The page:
So with a growing fanbase for the ArmA 2 mod (they’re making a standalone DayZ game which is AWESOME), what is this saying about what gamers expect from a shooter? Are they looking for realism? Like REAL combat simulating realism? And if so, where is the line drawn when adding more and more of the smaller details that comes with engaging an actual firefight? America’s Army had a steady aim meter that degenerated when you were being suppressed and was buffed when a CO stood next to you. Using medikits in America’s army also only stopped the bleeding and nothing more. In DayZ you can break your legs and in BF3 you have bullet travel time and bullet drop. In Metal Gear Solid you had footprints, hunger pangs, smoke, camoflage, etc. There’s a LOT of realism in games that other games don’t have. Imagine combining all of this together into one game. What would you have then? Obviously it’d be slower paced but would it be any good? You have so much to consider in a game that you’d be worrying more about yourself rather than the enemy… which I suppose is realistic, too since any normal person would put their own personal safety over killing someone… right?
But seriously, how realistic would be too realistic? Would you like shooters to look into more camouflaged oriented play? Would it be cool to have “bleeding” and medkits only fixed that? Bullet drop stays, right? If not slower respawn times would strategically placed respawn points in designated start zones of a giant map be better? Should there be a more realistic suppression system like BF3? Food and water… why not pee and poop as well? Sleep deprivation? Hypothermia and hyperthermia due to times of day? Sore muscles? Exhaustion? Where should the line be drawn?
Movies based on video games are not new. But an animated movie that revolves around the characters inside a video game is. Literally the characters that you play inside the video games. That’s what Wreck-It Ralph is all about. Ralph is actually the antagonist in the game. Only, he feels being bad isn’t all that good. We’ve all seen a movie or two of these video game flicks. Mainly coming out in the late ’80s up to the ’90s. Then there’s the massive influx in all the Pokemon movies. But that’s not what I’m here to talk about. We’re here to talk about Wreck-It Ralph and all the other video game based movies that either didn’t or did well in the box office.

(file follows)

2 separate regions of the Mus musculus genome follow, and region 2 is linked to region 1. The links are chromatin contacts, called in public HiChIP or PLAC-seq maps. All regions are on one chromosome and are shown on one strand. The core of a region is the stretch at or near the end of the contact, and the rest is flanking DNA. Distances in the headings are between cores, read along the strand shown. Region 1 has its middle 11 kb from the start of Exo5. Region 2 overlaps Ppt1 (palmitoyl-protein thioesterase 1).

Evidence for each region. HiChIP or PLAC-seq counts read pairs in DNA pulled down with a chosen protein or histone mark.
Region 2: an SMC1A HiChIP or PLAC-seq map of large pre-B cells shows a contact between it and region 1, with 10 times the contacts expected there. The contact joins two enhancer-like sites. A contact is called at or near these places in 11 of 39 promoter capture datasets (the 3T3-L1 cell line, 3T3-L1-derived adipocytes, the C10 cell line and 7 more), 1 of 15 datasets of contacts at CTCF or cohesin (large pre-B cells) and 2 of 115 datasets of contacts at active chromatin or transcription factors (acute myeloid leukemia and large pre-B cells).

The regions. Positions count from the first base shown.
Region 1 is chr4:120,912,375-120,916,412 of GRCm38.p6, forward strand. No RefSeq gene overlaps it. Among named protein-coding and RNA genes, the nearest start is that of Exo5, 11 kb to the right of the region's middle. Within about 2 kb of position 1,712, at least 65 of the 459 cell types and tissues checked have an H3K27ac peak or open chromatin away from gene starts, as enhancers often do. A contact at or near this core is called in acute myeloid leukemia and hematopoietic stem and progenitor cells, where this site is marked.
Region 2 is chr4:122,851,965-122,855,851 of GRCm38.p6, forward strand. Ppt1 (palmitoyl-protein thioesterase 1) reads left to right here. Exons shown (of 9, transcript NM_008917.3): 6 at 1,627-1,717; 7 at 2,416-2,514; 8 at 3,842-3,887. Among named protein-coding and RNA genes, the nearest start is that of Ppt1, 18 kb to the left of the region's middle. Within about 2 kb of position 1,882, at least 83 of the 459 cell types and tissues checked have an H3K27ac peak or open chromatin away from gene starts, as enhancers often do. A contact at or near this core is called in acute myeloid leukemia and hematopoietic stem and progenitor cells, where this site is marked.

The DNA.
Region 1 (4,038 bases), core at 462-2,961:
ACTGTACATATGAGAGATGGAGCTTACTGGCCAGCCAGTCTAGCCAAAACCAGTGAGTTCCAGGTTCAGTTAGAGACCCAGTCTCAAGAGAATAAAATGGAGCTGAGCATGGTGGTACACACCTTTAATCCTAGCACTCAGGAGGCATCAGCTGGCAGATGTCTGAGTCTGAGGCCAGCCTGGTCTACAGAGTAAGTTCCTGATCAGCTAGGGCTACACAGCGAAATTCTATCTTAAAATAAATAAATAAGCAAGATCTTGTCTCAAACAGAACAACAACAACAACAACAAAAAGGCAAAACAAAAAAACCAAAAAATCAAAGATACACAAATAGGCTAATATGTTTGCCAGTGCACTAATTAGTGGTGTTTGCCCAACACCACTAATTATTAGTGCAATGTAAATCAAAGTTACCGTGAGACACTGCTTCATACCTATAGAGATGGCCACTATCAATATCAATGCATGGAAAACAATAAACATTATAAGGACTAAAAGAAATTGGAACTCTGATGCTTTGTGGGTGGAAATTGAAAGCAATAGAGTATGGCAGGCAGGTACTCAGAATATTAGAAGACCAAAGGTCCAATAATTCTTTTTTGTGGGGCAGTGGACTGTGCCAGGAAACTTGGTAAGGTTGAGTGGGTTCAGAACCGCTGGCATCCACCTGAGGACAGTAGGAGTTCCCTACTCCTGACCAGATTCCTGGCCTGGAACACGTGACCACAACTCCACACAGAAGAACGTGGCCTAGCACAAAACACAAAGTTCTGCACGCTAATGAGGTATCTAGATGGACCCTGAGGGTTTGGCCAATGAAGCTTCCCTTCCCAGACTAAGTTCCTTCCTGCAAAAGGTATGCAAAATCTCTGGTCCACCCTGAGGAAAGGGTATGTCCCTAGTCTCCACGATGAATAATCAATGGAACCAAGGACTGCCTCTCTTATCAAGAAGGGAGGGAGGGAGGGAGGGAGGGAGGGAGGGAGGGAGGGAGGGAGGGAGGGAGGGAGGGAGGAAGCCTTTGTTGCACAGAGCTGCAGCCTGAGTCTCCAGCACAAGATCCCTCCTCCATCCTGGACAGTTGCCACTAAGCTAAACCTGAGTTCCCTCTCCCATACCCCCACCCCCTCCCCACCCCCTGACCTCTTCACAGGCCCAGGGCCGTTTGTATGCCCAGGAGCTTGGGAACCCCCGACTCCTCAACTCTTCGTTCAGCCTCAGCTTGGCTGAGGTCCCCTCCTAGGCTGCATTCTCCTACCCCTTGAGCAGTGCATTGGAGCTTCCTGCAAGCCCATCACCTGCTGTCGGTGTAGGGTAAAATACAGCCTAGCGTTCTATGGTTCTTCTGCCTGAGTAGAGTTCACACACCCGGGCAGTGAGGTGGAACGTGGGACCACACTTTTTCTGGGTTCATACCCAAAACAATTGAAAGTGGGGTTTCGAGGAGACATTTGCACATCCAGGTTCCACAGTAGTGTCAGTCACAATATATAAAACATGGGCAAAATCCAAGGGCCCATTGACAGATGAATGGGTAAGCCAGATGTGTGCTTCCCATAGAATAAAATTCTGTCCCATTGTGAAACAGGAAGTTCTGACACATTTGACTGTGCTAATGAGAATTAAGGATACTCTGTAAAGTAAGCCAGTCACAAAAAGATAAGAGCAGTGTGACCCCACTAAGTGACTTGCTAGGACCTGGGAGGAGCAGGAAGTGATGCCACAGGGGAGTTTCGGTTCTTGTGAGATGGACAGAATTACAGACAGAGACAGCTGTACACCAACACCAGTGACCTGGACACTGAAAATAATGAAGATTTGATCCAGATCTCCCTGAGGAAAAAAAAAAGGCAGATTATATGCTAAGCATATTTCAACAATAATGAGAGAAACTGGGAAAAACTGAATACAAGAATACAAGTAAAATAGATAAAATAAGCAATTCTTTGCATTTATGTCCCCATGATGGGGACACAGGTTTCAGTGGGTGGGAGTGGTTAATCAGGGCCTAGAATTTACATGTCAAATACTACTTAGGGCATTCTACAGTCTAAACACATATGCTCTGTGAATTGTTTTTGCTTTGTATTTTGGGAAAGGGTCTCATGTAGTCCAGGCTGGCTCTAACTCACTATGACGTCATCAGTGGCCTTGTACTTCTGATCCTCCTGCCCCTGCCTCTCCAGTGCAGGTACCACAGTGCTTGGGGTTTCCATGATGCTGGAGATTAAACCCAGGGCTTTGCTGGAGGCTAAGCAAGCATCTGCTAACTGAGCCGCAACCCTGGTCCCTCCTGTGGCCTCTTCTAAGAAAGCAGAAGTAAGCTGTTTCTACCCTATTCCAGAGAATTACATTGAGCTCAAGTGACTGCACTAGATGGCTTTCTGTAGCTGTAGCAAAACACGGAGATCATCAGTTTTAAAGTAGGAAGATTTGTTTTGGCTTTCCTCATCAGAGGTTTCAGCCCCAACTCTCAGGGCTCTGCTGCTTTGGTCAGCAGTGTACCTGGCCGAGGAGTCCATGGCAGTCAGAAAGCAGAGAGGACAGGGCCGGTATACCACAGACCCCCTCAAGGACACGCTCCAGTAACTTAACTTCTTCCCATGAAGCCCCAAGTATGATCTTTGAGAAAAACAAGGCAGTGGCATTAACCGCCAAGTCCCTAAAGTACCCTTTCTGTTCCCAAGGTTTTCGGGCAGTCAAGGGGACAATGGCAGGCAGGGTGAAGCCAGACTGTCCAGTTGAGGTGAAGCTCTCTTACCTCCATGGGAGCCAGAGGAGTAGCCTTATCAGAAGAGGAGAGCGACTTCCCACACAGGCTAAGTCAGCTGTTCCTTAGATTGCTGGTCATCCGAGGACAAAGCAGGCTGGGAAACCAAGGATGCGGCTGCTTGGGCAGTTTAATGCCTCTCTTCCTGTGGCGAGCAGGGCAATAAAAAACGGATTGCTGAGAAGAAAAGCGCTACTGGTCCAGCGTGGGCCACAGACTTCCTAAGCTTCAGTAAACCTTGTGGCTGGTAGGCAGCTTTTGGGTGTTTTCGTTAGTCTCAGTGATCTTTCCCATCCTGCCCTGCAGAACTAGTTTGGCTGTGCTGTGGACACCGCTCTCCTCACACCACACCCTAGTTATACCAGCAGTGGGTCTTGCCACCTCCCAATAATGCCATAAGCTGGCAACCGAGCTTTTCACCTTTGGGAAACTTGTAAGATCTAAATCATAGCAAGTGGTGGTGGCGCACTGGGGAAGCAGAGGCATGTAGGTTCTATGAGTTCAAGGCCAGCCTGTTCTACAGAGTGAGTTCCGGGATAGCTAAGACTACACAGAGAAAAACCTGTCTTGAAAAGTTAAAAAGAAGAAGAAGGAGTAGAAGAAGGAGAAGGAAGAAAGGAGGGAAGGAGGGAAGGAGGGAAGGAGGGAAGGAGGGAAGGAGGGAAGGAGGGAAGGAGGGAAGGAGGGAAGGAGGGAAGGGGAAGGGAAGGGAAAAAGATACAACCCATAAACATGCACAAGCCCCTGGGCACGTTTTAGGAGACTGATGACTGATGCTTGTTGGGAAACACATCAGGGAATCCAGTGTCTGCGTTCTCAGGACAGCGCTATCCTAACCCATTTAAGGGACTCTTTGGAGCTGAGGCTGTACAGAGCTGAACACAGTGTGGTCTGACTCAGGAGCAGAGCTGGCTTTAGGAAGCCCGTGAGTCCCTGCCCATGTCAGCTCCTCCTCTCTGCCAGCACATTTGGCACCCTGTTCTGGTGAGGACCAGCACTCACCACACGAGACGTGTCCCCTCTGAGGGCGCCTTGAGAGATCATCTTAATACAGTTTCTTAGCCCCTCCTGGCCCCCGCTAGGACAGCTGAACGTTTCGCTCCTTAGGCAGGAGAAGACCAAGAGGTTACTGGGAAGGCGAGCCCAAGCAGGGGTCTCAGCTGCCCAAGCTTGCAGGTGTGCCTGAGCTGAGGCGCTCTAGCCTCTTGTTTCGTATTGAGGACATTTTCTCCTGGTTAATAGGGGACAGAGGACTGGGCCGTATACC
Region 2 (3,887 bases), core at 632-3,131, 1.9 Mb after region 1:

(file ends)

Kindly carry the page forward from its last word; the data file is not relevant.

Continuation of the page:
It’s that time again nerds! This is how our year starts off. With San Diego Comic Con! (Classical Music Plays) With news on upcoming movies, comic book events, television, more stuff for your toy chest, games, and other merchandise you can stuff a chimichanga with. That’s what the annual Comic Convention is all about. Nerds galore, or more appropriately, Nerdvana. Last week, over 200,000 people attended the widely celebrated event starting from July 11 (Preview Night) and going through July 12th to the 15th. I was supposed to go, already bought over $200 worth of badges for me and my brother, but alas, I must tend to my family. Which sucked ass! But that didn’t stop me from finding ways to feel like I was there. Join me as we go through the highlights of this year’s Con.